Commodification forms are exemplified by the economic policies of Cuba and N. Korea. Both states see in their workers a commodity that can be leased to others. Sometimes the transaction is direct and pedestrian--N. Korea leases its workers to man the factories of advancing developing states in need for cheaper labor inputs to reduce overall production costs (e.g., here, and here). Other times it is tied to strategic political objectives. Cuba has managed both to advance its political agenda and to earn substantial cash from its programs leasing doctors and other medical facilities to (mostly) developing states through its so-called policy of medical internationalism (e.g., here, here, here, and here).
Abstraction forms are exemplified by the encouragement of labor migration targeted to certain areas for the purpose of generating remittances home. The export of domestic labor abroad, then, serves to generate wealth at home through the expectation that such exported labor will send home whatever cash they can. The individual laborer, then, is transformed to an income stream, the present value of which serves as an important element in macro-economic policy. Cuba has been famous for exploiting this effect as a part of its macro-economic policies (e.g., resources here). But other states across the middle and lower tiers of development have also relied heavily on this technique. South Asia is an important participant in this respect (e.g., here ("Pakistan is expected to receive remittances worth a record $22 billion in financial year 2018-19 as the government has offered an incentive package to overseas workers to attract more money through official banking channels, experts said.")). The Philippines offer another model--exporting domestic workers (e.g., here ("But one "export" that remains critically important is the outflow of Philippine workers to overseas countries from where they send home huge total cash remittances.")).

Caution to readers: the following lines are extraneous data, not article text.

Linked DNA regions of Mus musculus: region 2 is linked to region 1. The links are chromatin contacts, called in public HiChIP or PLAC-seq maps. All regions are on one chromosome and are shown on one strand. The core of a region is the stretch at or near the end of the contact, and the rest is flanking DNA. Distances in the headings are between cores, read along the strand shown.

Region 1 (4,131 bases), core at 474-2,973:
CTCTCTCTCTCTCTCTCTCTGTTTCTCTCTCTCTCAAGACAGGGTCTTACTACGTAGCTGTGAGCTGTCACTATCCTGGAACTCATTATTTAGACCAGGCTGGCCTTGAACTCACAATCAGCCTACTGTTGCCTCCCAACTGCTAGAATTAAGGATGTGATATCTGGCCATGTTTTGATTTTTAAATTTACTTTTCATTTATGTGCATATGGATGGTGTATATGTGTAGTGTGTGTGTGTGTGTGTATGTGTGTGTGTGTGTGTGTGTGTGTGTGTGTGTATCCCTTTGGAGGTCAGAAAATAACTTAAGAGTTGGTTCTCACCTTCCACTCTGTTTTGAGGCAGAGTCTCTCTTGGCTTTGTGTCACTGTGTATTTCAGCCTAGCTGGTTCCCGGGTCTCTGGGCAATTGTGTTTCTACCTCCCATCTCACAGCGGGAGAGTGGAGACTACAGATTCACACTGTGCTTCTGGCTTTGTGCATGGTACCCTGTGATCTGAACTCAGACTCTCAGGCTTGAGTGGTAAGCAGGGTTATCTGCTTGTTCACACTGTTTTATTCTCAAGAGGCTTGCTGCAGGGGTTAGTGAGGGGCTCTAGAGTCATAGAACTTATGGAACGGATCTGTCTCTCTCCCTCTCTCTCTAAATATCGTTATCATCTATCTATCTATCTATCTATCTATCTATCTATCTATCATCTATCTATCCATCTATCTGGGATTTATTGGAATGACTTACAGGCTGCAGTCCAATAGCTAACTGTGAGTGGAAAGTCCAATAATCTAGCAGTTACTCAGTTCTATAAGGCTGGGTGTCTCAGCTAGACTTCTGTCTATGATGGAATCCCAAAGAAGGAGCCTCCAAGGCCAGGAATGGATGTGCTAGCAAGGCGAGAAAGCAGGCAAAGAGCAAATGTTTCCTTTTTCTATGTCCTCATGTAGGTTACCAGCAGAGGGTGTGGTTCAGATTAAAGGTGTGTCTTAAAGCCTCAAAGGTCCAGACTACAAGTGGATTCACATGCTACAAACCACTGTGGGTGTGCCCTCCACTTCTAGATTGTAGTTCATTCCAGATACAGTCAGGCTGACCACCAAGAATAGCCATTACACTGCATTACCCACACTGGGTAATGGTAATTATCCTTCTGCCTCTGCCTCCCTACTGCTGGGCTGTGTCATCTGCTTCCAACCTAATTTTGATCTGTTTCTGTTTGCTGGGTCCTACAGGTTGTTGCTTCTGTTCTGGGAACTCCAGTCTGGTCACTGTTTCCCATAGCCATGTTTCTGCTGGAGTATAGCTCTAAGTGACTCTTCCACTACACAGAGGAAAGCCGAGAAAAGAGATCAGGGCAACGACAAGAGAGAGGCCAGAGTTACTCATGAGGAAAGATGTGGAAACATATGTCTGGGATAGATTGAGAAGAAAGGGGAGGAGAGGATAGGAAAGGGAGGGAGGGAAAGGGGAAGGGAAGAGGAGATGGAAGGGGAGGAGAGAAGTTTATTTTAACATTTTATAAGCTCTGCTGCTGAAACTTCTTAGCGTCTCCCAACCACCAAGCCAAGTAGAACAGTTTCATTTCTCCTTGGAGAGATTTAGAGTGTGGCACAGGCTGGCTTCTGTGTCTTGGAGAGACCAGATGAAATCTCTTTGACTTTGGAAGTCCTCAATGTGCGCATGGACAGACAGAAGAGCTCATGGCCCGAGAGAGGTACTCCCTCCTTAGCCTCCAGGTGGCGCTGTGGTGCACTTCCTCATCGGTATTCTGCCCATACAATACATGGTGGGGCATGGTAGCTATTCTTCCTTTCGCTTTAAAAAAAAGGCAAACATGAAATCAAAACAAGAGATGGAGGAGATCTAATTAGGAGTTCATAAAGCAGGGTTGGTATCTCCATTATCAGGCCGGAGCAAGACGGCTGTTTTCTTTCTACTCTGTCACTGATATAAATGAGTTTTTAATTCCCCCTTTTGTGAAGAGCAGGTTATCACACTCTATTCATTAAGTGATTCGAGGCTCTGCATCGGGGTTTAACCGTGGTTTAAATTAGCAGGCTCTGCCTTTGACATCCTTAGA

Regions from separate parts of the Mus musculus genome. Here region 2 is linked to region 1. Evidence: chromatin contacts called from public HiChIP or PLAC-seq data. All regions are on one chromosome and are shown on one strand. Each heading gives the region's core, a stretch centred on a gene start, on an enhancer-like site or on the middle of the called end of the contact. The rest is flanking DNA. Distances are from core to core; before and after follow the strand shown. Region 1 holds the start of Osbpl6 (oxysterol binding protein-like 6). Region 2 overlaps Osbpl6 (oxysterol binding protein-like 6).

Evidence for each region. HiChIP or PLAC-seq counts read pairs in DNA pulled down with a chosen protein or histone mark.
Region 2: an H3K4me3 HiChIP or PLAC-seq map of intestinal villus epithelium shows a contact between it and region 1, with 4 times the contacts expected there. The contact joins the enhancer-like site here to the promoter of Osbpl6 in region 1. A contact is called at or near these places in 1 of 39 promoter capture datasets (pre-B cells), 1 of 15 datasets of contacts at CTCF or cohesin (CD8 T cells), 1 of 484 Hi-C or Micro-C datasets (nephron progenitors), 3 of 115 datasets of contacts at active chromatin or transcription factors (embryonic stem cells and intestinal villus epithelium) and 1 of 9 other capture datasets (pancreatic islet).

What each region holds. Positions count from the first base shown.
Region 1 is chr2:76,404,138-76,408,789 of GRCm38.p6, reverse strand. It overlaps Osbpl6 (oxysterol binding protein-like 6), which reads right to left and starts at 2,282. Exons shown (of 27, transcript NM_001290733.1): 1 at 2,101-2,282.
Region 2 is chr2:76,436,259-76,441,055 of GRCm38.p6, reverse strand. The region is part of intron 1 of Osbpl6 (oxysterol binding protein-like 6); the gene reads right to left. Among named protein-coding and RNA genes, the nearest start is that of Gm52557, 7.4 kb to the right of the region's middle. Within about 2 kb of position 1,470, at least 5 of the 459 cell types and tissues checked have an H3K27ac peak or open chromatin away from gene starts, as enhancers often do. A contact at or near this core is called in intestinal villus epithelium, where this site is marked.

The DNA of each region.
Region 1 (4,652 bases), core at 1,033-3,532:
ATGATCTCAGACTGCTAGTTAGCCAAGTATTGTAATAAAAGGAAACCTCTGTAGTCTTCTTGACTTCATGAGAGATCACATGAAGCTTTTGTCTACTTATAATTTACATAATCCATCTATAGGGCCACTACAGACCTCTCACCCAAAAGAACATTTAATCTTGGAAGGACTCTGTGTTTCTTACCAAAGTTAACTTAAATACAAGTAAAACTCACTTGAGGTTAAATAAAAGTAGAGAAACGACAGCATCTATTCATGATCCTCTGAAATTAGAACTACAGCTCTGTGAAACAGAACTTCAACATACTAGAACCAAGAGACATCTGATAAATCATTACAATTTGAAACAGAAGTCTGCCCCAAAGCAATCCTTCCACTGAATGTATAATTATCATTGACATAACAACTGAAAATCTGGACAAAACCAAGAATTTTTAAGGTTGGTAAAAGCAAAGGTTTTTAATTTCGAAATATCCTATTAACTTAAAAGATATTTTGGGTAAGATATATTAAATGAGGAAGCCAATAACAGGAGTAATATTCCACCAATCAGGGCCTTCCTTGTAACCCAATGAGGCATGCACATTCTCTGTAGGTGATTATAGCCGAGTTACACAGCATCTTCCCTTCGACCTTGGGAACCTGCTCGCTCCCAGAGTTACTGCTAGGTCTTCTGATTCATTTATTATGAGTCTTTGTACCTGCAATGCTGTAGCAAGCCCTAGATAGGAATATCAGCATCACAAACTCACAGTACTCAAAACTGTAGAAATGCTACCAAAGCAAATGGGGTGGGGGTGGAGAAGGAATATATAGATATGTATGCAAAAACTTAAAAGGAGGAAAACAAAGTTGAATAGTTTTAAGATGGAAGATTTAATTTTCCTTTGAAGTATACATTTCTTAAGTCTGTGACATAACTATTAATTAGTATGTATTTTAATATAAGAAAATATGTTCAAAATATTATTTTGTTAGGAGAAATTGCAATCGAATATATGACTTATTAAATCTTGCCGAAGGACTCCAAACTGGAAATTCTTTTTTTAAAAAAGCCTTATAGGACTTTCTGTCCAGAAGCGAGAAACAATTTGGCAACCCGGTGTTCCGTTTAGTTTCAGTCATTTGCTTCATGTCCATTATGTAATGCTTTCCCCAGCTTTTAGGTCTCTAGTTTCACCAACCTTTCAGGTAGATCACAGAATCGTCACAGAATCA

Developing states which profit form the practice, civil society that encourage or tolerate the practices without much criticism, and international institutions tend to see in the practice the positive values of wealth creation (for someone, it is not clear just what portion of the wealth created actually flows to the earner and her family) may not pay enough attention to the costs of such production of income. Attention is usually paid to such costs in the wake of scandal (e.g., Kuwait: Death of Filipina maid highlights abuse of workers; 6 out of 10 maids in Singapore are exploited; Mexican workers say they are victims of abuse on Canadian farms), though the role of international bodies could be subject to some analysis (e.g., UN labour body drops case against Qatar of migrant worker abuse).
Many of these stories fail to adequately consider the systemic costs to life of the generation of income strategies embodied in commodification and abstraction policies. And, indeed, the costs in terms of life and living conditions appear to "zero out" in any analysis that considers the "value added" of income generation that is represented by policies of labor leasing or remittance production. The effect is to create a system of income generation in which the state effectively "free rides" on the lives of the workers exported. Yet one wonders about the extent to which a state undertakes its duty to protect human right sin a context in which it effectively zeros out the lives and working conditions of individuals who have effectively traded their humanity for streams of income to themselves and ofr the state.
1) Available data indicates that at least 24,570 Indian workers died in the six Gulf countries between 2012 and mid-2018. This number could increase if the complete figures for Kuwait and UAE are made available publicly. This amounts to more than 10 deaths per day during this period